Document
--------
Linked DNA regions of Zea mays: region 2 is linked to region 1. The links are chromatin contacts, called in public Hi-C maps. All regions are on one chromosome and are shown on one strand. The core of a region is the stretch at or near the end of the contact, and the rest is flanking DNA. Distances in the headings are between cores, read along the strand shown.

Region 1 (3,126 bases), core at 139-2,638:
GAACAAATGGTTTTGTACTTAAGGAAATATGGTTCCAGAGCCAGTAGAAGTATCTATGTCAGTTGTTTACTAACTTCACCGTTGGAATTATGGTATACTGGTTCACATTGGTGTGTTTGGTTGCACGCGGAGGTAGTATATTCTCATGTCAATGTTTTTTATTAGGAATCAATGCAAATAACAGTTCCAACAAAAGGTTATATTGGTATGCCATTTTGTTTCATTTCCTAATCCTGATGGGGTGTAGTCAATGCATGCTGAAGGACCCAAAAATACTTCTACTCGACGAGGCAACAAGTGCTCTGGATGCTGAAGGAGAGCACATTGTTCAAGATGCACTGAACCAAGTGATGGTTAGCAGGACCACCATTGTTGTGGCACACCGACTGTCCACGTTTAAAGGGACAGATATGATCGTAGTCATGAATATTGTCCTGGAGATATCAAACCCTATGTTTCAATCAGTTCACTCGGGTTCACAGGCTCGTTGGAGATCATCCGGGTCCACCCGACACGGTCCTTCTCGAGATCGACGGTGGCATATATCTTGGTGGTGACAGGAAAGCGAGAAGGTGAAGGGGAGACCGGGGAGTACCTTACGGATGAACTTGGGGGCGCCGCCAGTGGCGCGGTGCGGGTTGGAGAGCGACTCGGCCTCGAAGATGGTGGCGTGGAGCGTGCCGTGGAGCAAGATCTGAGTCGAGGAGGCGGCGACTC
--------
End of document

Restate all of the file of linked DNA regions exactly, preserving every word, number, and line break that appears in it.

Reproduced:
Linked DNA regions of Zea mays: region 2 is linked to region 1. The links are chromatin contacts, called in public Hi-C maps. All regions are on one chromosome and are shown on one strand. The core of a region is the stretch at or near the end of the contact, and the rest is flanking DNA. Distances in the headings are between cores, read along the strand shown.

Region 1 (3,126 bases), core at 139-2,638:
GAACAAATGGTTTTGTACTTAAGGAAATATGGTTCCAGAGCCAGTAGAAGTATCTATGTCAGTTGTTTACTAACTTCACCGTTGGAATTATGGTATACTGGTTCACATTGGTGTGTTTGGTTGCACGCGGAGGTAGTATATTCTCATGTCAATGTTTTTTATTAGGAATCAATGCAAATAACAGTTCCAACAAAAGGTTATATTGGTATGCCATTTTGTTTCATTTCCTAATCCTGATGGGGTGTAGTCAATGCATGCTGAAGGACCCAAAAATACTTCTACTCGACGAGGCAACAAGTGCTCTGGATGCTGAAGGAGAGCACATTGTTCAAGATGCACTGAACCAAGTGATGGTTAGCAGGACCACCATTGTTGTGGCACACCGACTGTCCACGTTTAAAGGGACAGATATGATCGTAGTCATGAATATTGTCCTGGAGATATCAAACCCTATGTTTCAATCAGTTCACTCGGGTTCACAGGCTCGTTGGAGATCATCCGGGTCCACCCGACACGGTCCTTCTCGAGATCGACGGTGGCATATATCTTGGTGGTGACAGGAAAGCGAGAAGGTGAAGGGGAGACCGGGGAGTACCTTACGGATGAACTTGGGGGCGCCGCCAGTGGCGCGGTGCGGGTTGGAGAGCGACTCGGCCTCGAAGATGGTGGCGTGGAGCGTGCCGTGGAGCAAGATCTGAGTCGAGGAGGCGGCGACTC